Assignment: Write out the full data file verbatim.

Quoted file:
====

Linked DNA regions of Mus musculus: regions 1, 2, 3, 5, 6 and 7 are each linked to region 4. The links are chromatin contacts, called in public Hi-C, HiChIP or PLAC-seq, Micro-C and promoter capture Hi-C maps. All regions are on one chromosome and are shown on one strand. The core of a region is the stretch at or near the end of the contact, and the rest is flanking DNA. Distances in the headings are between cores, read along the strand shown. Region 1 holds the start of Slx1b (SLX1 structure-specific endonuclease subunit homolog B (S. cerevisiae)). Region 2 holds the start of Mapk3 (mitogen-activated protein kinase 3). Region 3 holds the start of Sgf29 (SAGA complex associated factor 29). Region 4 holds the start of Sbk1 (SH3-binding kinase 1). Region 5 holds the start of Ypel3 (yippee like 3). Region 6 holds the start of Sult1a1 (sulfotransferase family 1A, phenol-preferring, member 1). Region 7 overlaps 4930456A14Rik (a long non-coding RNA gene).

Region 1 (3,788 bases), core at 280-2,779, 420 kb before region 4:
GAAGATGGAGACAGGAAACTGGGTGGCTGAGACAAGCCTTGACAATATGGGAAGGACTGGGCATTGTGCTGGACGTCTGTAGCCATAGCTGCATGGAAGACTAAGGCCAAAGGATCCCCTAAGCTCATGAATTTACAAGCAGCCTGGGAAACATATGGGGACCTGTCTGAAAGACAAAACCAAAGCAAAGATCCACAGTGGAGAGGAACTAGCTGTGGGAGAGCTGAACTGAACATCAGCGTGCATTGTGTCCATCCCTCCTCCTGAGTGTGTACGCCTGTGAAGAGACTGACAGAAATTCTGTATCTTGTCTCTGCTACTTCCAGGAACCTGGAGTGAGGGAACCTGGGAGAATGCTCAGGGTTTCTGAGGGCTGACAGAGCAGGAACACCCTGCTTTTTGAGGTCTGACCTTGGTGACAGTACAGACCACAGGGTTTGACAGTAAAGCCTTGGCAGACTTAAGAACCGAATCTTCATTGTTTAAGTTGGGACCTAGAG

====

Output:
Linked DNA regions of Mus musculus: regions 1, 2, 3, 5, 6 and 7 are each linked to region 4. The links are chromatin contacts, called in public Hi-C, HiChIP or PLAC-seq, Micro-C and promoter capture Hi-C maps. All regions are on one chromosome and are shown on one strand. The core of a region is the stretch at or near the end of the contact, and the rest is flanking DNA. Distances in the headings are between cores, read along the strand shown. Region 1 holds the start of Slx1b (SLX1 structure-specific endonuclease subunit homolog B (S. cerevisiae)). Region 2 holds the start of Mapk3 (mitogen-activated protein kinase 3). Region 3 holds the start of Sgf29 (SAGA complex associated factor 29). Region 4 holds the start of Sbk1 (SH3-binding kinase 1). Region 5 holds the start of Ypel3 (yippee like 3). Region 6 holds the start of Sult1a1 (sulfotransferase family 1A, phenol-preferring, member 1). Region 7 overlaps 4930456A14Rik (a long non-coding RNA gene).

Region 1 (3,788 bases), core at 280-2,779, 420 kb before region 4:
GAAGATGGAGACAGGAAACTGGGTGGCTGAGACAAGCCTTGACAATATGGGAAGGACTGGGCATTGTGCTGGACGTCTGTAGCCATAGCTGCATGGAAGACTAAGGCCAAAGGATCCCCTAAGCTCATGAATTTACAAGCAGCCTGGGAAACATATGGGGACCTGTCTGAAAGACAAAACCAAAGCAAAGATCCACAGTGGAGAGGAACTAGCTGTGGGAGAGCTGAACTGAACATCAGCGTGCATTGTGTCCATCCCTCCTCCTGAGTGTGTACGCCTGTGAAGAGACTGACAGAAATTCTGTATCTTGTCTCTGCTACTTCCAGGAACCTGGAGTGAGGGAACCTGGGAGAATGCTCAGGGTTTCTGAGGGCTGACAGAGCAGGAACACCCTGCTTTTTGAGGTCTGACCTTGGTGACAGTACAGACCACAGGGTTTGACAGTAAAGCCTTGGCAGACTTAAGAACCGAATCTTCATTGTTTAAGTTGGGACCTAGAG